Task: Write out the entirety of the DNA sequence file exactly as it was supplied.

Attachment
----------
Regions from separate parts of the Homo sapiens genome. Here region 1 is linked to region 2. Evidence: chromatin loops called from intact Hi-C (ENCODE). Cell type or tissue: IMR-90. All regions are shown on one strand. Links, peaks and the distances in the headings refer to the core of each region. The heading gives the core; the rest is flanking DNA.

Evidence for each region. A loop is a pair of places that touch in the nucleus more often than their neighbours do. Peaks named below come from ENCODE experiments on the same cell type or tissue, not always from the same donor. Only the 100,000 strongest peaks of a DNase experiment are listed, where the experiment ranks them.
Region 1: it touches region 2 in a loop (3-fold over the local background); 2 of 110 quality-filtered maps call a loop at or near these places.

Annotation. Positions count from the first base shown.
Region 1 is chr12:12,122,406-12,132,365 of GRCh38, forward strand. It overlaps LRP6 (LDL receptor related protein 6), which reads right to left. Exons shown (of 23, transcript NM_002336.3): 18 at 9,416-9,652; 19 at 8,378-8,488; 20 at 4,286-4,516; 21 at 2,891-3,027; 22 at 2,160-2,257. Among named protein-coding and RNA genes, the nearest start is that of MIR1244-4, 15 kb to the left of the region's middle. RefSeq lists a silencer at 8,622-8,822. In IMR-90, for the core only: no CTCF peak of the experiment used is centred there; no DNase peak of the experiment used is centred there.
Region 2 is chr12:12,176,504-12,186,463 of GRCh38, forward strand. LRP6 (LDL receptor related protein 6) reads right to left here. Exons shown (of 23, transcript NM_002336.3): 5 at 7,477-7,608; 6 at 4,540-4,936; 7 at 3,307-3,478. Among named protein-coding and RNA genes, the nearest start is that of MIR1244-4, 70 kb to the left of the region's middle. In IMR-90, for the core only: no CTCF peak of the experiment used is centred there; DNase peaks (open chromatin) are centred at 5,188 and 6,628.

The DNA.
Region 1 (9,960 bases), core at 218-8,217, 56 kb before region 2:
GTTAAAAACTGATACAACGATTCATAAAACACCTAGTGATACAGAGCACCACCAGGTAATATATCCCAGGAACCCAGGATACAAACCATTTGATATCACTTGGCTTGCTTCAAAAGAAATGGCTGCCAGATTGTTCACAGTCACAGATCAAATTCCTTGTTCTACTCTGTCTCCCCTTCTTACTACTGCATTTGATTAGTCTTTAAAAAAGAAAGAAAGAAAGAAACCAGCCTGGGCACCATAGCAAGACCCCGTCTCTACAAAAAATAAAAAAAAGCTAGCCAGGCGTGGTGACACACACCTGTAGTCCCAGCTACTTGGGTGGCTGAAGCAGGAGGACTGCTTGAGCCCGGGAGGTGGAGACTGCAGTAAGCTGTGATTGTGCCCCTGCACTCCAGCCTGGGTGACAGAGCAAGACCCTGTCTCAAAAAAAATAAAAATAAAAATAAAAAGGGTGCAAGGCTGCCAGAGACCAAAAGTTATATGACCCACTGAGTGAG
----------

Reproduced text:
Regions from separate parts of the Homo sapiens genome. Here region 1 is linked to region 2. Evidence: chromatin loops called from intact Hi-C (ENCODE). Cell type or tissue: IMR-90. All regions are shown on one strand. Links, peaks and the distances in the headings refer to the core of each region. The heading gives the core; the rest is flanking DNA.

Evidence for each region. A loop is a pair of places that touch in the nucleus more often than their neighbours do. Peaks named below come from ENCODE experiments on the same cell type or tissue, not always from the same donor. Only the 100,000 strongest peaks of a DNase experiment are listed, where the experiment ranks them.
Region 1: it touches region 2 in a loop (3-fold over the local background); 2 of 110 quality-filtered maps call a loop at or near these places.

Annotation. Positions count from the first base shown.
Region 1 is chr12:12,122,406-12,132,365 of GRCh38, forward strand. It overlaps LRP6 (LDL receptor related protein 6), which reads right to left. Exons shown (of 23, transcript NM_002336.3): 18 at 9,416-9,652; 19 at 8,378-8,488; 20 at 4,286-4,516; 21 at 2,891-3,027; 22 at 2,160-2,257. Among named protein-coding and RNA genes, the nearest start is that of MIR1244-4, 15 kb to the left of the region's middle. RefSeq lists a silencer at 8,622-8,822. In IMR-90, for the core only: no CTCF peak of the experiment used is centred there; no DNase peak of the experiment used is centred there.
Region 2 is chr12:12,176,504-12,186,463 of GRCh38, forward strand. LRP6 (LDL receptor related protein 6) reads right to left here. Exons shown (of 23, transcript NM_002336.3): 5 at 7,477-7,608; 6 at 4,540-4,936; 7 at 3,307-3,478. Among named protein-coding and RNA genes, the nearest start is that of MIR1244-4, 70 kb to the left of the region's middle. In IMR-90, for the core only: no CTCF peak of the experiment used is centred there; DNase peaks (open chromatin) are centred at 5,188 and 6,628.

The DNA.
Region 1 (9,960 bases), core at 218-8,217, 56 kb before region 2:
GTTAAAAACTGATACAACGATTCATAAAACACCTAGTGATACAGAGCACCACCAGGTAATATATCCCAGGAACCCAGGATACAAACCATTTGATATCACTTGGCTTGCTTCAAAAGAAATGGCTGCCAGATTGTTCACAGTCACAGATCAAATTCCTTGTTCTACTCTGTCTCCCCTTCTTACTACTGCATTTGATTAGTCTTTAAAAAAGAAAGAAAGAAAGAAACCAGCCTGGGCACCATAGCAAGACCCCGTCTCTACAAAAAATAAAAAAAAGCTAGCCAGGCGTGGTGACACACACCTGTAGTCCCAGCTACTTGGGTGGCTGAAGCAGGAGGACTGCTTGAGCCCGGGAGGTGGAGACTGCAGTAAGCTGTGATTGTGCCCCTGCACTCCAGCCTGGGTGACAGAGCAAGACCCTGTCTCAAAAAAAATAAAAATAAAAATAAAAAGGGTGCAAGGCTGCCAGAGACCAAAAGTTATATGACCCACTGAGTGAG